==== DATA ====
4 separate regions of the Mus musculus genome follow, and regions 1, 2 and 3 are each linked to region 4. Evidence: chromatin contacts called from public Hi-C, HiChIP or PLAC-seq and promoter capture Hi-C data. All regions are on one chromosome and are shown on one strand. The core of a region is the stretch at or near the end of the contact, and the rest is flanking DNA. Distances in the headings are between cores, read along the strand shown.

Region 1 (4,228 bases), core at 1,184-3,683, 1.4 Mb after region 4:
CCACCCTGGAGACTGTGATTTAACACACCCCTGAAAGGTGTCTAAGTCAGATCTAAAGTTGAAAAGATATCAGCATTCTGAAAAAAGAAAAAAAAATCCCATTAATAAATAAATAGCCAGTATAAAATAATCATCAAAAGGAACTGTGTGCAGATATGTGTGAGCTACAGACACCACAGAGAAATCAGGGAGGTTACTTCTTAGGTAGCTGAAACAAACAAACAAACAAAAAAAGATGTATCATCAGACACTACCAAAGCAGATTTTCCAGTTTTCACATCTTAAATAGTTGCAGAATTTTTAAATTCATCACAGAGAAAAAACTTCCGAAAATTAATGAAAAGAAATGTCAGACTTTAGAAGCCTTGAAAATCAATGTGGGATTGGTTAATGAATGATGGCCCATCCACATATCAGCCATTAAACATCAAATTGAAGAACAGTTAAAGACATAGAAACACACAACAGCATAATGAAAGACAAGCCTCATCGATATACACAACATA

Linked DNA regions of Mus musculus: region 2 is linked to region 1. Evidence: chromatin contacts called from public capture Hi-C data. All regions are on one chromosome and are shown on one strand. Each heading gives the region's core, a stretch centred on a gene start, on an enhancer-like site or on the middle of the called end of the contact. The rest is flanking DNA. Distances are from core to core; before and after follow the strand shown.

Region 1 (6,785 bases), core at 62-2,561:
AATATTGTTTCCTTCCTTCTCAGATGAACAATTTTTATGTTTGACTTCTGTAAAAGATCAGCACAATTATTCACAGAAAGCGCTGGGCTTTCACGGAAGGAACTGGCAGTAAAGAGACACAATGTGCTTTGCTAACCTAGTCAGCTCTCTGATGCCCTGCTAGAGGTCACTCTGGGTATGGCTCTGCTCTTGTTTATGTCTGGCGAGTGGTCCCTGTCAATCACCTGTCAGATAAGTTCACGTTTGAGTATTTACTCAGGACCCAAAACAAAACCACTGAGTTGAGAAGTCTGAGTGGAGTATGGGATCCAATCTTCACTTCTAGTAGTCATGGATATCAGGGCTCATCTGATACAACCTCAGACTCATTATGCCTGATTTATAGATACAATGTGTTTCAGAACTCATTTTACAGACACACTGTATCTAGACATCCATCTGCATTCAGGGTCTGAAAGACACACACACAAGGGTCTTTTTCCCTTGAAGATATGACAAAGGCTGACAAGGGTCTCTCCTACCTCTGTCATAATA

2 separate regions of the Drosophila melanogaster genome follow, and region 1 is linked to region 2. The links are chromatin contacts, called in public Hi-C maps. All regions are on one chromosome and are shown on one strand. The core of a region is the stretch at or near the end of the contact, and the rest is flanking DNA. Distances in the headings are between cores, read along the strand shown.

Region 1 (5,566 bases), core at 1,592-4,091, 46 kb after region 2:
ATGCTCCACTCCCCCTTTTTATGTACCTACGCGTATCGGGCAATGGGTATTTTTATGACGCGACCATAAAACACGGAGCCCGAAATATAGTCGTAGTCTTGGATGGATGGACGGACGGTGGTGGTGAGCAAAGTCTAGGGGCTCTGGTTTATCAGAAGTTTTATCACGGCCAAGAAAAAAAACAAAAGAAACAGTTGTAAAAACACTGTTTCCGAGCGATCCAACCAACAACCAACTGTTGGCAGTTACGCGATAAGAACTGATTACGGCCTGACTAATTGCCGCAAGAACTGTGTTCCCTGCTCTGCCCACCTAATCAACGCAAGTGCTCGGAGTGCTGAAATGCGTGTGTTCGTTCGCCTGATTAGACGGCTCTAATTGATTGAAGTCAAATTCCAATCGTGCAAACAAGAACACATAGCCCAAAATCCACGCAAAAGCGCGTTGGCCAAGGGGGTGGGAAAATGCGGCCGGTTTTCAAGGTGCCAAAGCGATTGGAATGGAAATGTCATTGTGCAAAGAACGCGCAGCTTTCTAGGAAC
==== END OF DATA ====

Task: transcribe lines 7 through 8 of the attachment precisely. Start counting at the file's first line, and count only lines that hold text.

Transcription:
2 separate regions of the Drosophila melanogaster genome follow, and region 1 is linked to region 2. The links are chromatin contacts, called in public Hi-C maps. All regions are on one chromosome and are shown on one strand. The core of a region is the stretch at or near the end of the contact, and the rest is flanking DNA. Distances in the headings are between cores, read along the strand shown.

Region 1 (5,566 bases), core at 1,592-4,091, 46 kb after region 2: